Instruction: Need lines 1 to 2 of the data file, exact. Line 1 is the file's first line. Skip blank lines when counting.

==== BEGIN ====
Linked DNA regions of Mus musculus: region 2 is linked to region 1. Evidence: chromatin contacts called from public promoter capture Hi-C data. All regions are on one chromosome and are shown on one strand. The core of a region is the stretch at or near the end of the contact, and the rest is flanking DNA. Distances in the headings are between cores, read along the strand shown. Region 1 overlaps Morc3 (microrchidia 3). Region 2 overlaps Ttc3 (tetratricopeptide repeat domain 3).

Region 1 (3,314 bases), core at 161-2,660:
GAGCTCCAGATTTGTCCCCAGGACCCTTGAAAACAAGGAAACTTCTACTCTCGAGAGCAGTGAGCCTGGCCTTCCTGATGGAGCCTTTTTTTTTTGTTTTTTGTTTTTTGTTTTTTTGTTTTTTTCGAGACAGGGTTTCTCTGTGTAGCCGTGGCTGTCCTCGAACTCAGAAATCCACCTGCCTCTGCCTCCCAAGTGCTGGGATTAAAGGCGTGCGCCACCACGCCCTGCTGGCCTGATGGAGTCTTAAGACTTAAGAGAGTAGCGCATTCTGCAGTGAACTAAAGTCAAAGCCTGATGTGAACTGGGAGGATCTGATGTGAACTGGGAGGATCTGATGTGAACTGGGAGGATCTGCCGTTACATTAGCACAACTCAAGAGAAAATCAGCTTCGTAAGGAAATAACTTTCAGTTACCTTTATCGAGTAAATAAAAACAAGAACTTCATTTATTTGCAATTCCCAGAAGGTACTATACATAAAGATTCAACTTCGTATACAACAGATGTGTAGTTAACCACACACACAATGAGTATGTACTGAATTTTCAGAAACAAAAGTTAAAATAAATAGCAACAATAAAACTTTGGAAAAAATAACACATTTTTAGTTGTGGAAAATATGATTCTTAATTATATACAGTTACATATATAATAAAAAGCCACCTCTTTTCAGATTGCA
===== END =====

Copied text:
Linked DNA regions of Mus musculus: region 2 is linked to region 1. Evidence: chromatin contacts called from public promoter capture Hi-C data. All regions are on one chromosome and are shown on one strand. The core of a region is the stretch at or near the end of the contact, and the rest is flanking DNA. Distances in the headings are between cores, read along the strand shown. Region 1 overlaps Morc3 (microrchidia 3). Region 2 overlaps Ttc3 (tetratricopeptide repeat domain 3).

Region 1 (3,314 bases), core at 161-2,660: